There are no silver bullets. So much of what needs to happen is about improved implementation and execution—the how, and not as much the what. But I do think that the reason New Mexico’s students are on the rise (in graduation rates, math/reading outcomes, AP access/success) is because Secretary (Hanna) Skandera and our team have created a culture of high expectations matched with targeted investments in programs that we can measure and refine. And we have applied an equity lens to our work—in terms of how resources are allocated, where attention is paid, how systems of meaningful accountability are shared with the public.
Beyond those guiding principles, I do believe that we’re in an era of catalytic teacher leadership. Technology has broken down some of the barriers to scaling best practices and facilitating teacher collaboration and collective learning. So there’s an opportunity to have classroom teachers weigh in on all elements of policy, program and practice, as well as an opportunity to create a new set of career ladders that can look different in different contexts.
In New Mexico, we’re working with our Secretary’s Teacher Advisory, our newly-formed New Mexico Teacher Leader Network, and a variety of partners to amplify teacher voice, create statewide communities of practice around teacher craft and create two-way communications channels with our schools.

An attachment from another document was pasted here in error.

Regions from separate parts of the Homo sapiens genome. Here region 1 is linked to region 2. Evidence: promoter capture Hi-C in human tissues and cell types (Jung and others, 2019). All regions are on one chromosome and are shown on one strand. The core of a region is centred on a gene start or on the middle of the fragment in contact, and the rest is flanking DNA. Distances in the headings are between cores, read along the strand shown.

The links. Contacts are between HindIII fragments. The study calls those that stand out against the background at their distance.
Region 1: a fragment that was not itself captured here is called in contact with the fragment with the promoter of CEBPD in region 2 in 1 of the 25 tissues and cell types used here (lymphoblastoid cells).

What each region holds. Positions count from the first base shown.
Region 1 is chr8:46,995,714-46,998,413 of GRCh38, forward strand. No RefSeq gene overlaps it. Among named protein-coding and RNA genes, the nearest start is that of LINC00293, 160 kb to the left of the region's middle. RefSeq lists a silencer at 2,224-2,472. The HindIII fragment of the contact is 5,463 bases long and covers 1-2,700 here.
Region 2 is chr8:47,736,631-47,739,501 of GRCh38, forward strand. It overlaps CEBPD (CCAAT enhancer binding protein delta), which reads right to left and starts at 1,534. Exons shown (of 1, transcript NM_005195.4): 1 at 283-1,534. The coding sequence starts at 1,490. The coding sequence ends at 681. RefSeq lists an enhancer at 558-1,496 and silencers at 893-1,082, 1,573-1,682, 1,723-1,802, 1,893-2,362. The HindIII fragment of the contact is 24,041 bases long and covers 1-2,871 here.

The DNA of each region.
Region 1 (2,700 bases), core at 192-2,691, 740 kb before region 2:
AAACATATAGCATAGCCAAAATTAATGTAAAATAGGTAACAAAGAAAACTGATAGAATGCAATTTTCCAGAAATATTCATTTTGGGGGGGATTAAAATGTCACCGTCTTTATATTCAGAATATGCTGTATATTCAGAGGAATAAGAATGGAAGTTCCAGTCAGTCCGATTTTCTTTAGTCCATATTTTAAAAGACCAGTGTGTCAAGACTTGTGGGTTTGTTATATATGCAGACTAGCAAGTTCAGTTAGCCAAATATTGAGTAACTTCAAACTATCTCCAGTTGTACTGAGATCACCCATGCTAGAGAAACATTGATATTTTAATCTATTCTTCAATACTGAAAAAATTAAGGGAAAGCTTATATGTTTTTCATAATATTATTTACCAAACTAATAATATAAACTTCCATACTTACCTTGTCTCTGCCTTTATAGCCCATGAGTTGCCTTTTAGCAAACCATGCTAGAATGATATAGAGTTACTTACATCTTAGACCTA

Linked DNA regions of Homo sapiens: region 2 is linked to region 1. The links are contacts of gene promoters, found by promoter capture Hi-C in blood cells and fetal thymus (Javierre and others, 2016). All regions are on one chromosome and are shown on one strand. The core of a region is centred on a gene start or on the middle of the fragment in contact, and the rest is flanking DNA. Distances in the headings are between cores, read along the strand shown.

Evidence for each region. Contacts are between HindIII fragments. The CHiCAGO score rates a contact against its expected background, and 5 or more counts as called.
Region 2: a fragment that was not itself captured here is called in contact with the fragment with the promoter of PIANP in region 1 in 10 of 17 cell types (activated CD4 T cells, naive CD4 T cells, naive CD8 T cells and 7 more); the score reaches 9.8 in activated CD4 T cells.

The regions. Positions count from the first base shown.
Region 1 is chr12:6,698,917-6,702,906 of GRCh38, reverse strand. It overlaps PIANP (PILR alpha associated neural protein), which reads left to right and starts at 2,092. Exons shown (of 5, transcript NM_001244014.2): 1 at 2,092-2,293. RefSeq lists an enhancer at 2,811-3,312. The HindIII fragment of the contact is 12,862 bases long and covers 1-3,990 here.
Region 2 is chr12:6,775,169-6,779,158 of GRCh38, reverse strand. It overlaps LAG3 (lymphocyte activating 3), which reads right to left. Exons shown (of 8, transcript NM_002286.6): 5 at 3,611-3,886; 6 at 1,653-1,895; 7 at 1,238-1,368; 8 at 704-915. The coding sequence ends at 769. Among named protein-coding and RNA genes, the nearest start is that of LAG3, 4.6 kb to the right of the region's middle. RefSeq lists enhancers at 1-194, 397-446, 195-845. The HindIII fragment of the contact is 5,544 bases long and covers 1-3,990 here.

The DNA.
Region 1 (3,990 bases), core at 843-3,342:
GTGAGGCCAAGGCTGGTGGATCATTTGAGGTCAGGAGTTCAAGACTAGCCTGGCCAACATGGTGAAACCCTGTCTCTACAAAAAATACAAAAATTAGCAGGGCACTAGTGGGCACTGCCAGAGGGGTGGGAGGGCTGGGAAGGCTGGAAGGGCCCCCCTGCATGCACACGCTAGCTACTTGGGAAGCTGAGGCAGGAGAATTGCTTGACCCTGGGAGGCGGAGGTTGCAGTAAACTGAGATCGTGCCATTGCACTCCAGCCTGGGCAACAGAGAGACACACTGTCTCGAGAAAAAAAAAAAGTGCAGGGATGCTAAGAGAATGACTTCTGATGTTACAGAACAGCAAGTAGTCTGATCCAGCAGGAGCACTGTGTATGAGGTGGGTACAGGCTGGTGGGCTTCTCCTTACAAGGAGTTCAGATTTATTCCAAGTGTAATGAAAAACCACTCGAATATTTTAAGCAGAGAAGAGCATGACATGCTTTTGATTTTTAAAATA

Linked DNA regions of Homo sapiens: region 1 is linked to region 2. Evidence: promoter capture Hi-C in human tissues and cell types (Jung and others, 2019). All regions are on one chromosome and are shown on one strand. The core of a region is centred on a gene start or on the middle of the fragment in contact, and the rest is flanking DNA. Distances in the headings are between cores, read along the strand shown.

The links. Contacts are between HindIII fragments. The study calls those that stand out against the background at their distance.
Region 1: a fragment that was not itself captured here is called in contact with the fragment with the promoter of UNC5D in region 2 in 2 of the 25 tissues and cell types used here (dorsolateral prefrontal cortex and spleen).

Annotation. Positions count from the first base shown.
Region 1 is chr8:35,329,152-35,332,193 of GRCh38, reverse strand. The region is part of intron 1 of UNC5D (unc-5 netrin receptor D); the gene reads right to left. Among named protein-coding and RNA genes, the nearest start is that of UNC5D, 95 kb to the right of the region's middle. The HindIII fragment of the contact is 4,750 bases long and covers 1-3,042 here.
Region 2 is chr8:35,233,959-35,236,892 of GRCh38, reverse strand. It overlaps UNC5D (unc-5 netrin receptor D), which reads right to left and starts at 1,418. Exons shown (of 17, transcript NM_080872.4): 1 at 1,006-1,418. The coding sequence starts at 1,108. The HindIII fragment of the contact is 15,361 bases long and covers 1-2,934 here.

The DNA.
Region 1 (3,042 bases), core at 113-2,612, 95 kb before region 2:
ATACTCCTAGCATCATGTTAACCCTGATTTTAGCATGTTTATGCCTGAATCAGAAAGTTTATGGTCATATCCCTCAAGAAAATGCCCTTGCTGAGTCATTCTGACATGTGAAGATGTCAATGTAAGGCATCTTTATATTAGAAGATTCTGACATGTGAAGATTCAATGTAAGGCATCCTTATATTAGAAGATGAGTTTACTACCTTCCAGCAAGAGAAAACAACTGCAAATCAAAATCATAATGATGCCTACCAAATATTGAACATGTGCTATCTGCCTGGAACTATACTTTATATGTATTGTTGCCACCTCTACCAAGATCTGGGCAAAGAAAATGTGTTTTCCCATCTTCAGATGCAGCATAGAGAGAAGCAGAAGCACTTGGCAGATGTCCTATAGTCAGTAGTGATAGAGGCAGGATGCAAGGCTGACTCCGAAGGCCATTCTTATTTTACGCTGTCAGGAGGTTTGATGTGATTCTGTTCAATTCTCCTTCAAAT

New Mexico is a state that seems to have its ESSA (Every Student Succeeds Act) act together. Talk about the process and priorities in putting that plan together.
It all starts with having an outstanding team at the state level. Everything stems from that. Everything. We have an incredible mix of talents, skills and backgrounds on our senior team—that diversity of perspective is what sets the foundation for the work.
For New Mexico, so much of what is outlined in the federal law is already the foundation of what has been built here over the last five years—so I think it’s fair to say that we’re a state with a fairly big head-start.
Our teacher leaders across the state are now playing a critical role in taking our state to the next level—so many of the classroom teachers that I’m speaking with want to help the state’s systems to evolve, but they also recognize that ESSA in New Mexico need not re-introduce the tired, all-too-common cycle of “let’s start all over again.”
We actually conducted an unprecedented statewide listening tour this past fall—to Farmington, Gallup, Roswell, Las Cruces, Albuquerque, and on and on. And we’ve now released the 50, yes 50, ways that the New Mexico Public Education Department is responding to that stakeholder input. Some of those things are directly related to ESSA, and some of those things are just everyday challenges. We believe it’s important to be responsive to both. ESSA simply gives us a construct for asking, “How are we doing?”
As a fellow Eastern European guy from Chicago, I gotta ask about pierogies. Favorite kind? Favorite place to get them?
When my father was alive and I was in college, he took me to this Ukrainian church just outside of Dinkytown (home of the University of Minnesota) in Minneapolis. Hand-rolled weekly. Best I’ve ever had. I go potato but heavy on the sour cream, almost solely.